As to the first allegation regarding unlawful arrest, the PSS investigation found that it was Unprovable. Attorney Charles F. Burkwit, who is representing Mr. Warr, rightfully questioned this ruling. Evidence considered by PSS in its finding were the conflicting testimonies of the officers and Mr. Warr, the New York State Penal Law, the New York State Court of Appeals ruling of People v. Baker, and the lack of independent witnesses. PSS justified it's ruling on the “public harm” element based in People v. Baker, a disorderly conduct charge—primarily based on the police narrative—that Mr. Warr made “unreasonable noise,” he used “abusive or obscene language” in public, that he was “congregat[ing] with other persons in a public place and refuse[d] to comply with a lawful order of the police to disperse,” and finally, because there was a lack of independent witnesses to give a counter-narrative.

Right off the bat, at least one independent witness—Tache Young—could have been contacted by the investigators. PSS knew of Ms. Young because Charles F. Burkwit, had served a Verified Notice of Claim, verified May 17, 2013, on behalf of Mr. Warr upon the City of Rochester where the true identity of the YouTube.com video's videographer—Tache Young—was disclosed—four days after the RPD chief ordered the initiation of an investigation into what happened on May 1, 2013.

Mr. Burkwit questioned, “Would Tache Young and La'Shanda Flowers' testimony have changed the unlawful arrest determination from unprovable to proven? One must question why these known independent key witnesses were never contacted in this case by the Rochester Police Department.”

Again, regarding the first allegation of unlawful arrest, Mr. Burkwit questioned why the “Professional Standards Section did not cite the complete holding in People v. Baker, which held that isolated statements using coarse language to criticize the actions of a police officer, unaccompanied by provocative acts or other aggravating circumstances, will rarely afford a basis to infer the presence of 'public harm' mens rea necessary to support a disorderly conduct charge.” Further, when “a defendant makes abusive or profane statements” and those statements are “not accompanied by menacing conduct,”  and where there is no basis to “infer the officer felt threatened by the statements” that there basically isn't enough evidence to support the “public harm” element for a disorderly conduct arrest. This “public harm” element is further diluted by the fact that there were two officers at the scene because, according to the ruling, others in the vicinity would not risk “join[ing] forces with the defendant to gang up on the arresting officer.”

According to PSS, they have clarified that “the risk of public disorder does not have to be realized but the circumstances must be such that defendant's intent to create such a threat (or reckless disregard thereof) can be readily inferred.”

So, the police argue, regarding People v. Baker, that if there is a contradiction in what actually happened, then they will pass judgement based on a potentially latent, unrealized threat of public disorder. This goes against the case law cited above. And because Mr. Warr is deemed the defendant (and clearly guilty until proven innocent—informally turning the rule of law on its head), PSS will take the word of the officer over the defendant because the officer is a sworn public servant. And because we all know that the word of a white officer is worth more than black life, based on the recent non-indictments of the killer cops who murdered Michael Brown, John Crawford, Eric Garner, and so many others, their narrative—the State's narrative—takes precedence. But wait, what if there was another witness, from above, viewing the whole thing? In Benny Warr's case, there was another such witness.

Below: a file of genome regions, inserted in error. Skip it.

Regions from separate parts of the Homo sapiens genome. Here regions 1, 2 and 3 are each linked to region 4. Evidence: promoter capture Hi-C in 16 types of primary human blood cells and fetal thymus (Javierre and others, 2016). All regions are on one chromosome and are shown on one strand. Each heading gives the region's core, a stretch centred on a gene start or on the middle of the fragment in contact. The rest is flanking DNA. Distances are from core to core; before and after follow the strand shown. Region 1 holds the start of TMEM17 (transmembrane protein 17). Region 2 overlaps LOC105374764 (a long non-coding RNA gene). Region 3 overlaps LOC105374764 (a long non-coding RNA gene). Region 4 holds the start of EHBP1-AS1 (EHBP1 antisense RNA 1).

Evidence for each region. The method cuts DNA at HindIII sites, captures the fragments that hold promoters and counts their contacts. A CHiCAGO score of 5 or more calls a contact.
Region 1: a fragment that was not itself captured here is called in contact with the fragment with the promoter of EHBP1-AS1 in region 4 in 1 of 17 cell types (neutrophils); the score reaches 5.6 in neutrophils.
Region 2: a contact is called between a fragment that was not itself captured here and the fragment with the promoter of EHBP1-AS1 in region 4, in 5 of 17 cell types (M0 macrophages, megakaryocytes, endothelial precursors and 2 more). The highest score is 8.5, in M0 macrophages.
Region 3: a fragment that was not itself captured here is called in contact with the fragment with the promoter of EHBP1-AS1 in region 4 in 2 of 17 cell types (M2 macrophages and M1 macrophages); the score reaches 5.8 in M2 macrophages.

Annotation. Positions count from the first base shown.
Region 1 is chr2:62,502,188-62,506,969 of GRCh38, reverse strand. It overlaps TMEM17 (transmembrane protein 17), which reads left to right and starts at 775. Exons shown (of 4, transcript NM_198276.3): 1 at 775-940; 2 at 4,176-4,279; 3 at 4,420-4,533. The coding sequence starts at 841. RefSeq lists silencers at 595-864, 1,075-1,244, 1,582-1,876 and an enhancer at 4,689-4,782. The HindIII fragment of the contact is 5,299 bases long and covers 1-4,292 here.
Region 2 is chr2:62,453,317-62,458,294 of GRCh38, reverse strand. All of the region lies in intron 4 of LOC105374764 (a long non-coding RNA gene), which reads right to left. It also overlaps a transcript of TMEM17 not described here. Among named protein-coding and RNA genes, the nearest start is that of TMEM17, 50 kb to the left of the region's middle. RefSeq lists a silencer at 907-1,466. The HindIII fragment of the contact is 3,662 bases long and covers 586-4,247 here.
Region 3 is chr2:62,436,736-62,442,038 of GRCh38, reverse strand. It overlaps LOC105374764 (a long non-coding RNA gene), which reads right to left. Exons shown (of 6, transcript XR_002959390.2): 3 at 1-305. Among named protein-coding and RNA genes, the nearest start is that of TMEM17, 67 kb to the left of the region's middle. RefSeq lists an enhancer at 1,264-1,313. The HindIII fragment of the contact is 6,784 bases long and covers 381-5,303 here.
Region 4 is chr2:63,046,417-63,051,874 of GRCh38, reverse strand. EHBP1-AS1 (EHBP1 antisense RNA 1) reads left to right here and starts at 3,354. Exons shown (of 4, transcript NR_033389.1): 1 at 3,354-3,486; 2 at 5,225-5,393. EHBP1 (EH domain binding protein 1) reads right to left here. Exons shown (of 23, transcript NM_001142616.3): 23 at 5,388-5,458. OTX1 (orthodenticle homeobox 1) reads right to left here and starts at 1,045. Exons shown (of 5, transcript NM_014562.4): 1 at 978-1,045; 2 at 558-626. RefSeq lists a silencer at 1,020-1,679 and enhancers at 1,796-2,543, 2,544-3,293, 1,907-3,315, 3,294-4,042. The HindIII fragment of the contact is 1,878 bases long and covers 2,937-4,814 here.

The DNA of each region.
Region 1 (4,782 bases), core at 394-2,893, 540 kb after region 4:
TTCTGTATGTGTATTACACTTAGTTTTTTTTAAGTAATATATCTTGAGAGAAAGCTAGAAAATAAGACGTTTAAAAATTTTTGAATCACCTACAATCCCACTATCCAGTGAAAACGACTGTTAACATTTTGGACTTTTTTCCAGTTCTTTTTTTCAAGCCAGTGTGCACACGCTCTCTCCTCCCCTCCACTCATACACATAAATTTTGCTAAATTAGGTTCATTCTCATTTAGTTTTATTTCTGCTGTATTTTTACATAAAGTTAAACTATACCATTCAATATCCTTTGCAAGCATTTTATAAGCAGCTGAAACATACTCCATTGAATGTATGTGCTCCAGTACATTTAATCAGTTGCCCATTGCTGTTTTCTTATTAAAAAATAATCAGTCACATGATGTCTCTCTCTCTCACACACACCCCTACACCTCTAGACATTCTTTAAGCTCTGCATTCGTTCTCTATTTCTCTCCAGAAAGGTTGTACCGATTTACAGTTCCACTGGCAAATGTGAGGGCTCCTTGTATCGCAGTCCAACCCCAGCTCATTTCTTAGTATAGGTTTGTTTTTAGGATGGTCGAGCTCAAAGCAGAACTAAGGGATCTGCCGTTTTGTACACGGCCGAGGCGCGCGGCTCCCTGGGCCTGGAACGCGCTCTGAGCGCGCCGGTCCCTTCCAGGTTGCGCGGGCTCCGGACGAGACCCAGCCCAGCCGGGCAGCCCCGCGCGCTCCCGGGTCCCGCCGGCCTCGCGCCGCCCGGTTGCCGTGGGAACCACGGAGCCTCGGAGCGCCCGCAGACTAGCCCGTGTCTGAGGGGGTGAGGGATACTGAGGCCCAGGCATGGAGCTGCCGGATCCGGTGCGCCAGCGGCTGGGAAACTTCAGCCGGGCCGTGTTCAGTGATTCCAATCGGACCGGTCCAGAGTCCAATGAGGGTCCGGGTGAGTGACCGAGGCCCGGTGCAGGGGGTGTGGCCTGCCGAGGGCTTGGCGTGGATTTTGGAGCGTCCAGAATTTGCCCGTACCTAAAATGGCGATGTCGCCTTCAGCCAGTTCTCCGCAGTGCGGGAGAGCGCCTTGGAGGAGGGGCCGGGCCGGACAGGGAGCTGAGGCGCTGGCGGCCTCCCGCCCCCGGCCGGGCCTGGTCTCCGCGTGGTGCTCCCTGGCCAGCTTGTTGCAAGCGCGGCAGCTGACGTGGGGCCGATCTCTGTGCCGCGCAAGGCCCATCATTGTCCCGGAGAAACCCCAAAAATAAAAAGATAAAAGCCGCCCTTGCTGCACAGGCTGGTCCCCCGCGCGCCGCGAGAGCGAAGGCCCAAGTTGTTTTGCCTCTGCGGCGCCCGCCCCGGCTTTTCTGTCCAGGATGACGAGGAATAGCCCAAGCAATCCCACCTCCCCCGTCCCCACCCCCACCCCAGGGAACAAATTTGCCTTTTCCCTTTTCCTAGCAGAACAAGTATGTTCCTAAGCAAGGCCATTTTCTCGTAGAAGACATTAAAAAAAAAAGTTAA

Turns out, PSS never utilized the City of Rochester's Blue Light Camera surveillance footage for this allegation of unlawful arrest in their investigation. If they had, they might have reconsidered their ruling. According to Mr. Burkwit and his careful analysis of the blue light surveillance camera footage, “[I]f Benny Warr had used profanity towards the officers, which he denies, the Blue Light Camera footage does not show the officers were alarmed in any manner, does not show others were alarmed and began assembling or that the officers were in any type of danger. Rather, the Blue Light camera footage shows Officers Liberatore and Ferrigno arriving and pedestrians, including Benny Warr, promptly leaving the east side of Jefferson Avenue. Within two (2) minutes after the officers' arrival, the group that was in front of 580 Jefferson Avenue is gone as per the Blue Light Camera. Officer Ferrigno's claim that a large group gathered and became very irate and anti-police cannot be supported by the objective blue light camera footage.”

As to the second allegation regarding excessive use of force, PSS recommended the finding of Exonerated for the officers regarding excessive use of force, regardless of the affidavits of independent witnesses who saw the unprovoked police brutality. Ms. Young was mentioned above as the videographer whose video was published on YouTube.com. She recounts, in her affidavit dated May 25, 2013, that “the officers kicked Benny Warr in his head and side and kneed him. At no time did Benny Warr do anything to provoke the attack and he did not try to resist being arrested by the police officers.” While her video was considered in the investigation, her testimony was never sought by the police.

Derrick Latham, another independent witness, stated in his affidavit dated April 15, 2014, “Officer Joey maced Benny. The bald officer pushed Benny's wheelchair over. Benny landed on the sidewalk. One officer put his knee in Benny's back. They were trying to put cuffs on Benny. Benny said he was not resisting. I think the officers kicked Benny when he was on the ground, and they kneed Benny while he was on the ground. I was about five feet from Benny when this happened.”

Another independent witness, La'Shanda Flowers, wrote in her affidavit dated May 22, 2013, “Benny did not do anything toward the officers. Benny did not swing at the officers. He did not try to hit the officers. The officers grabbed Benny and threw him to the ground. After they threw him to the ground, one of the officers put his knee in Benny's back. I could not understand why the police were doing this to Benny—I told them this—they told me to get away.” She crossed the street as ordered and told other police officers that what they were doing “was wrong.” For this, she was arrested and charged with disorderly conduct.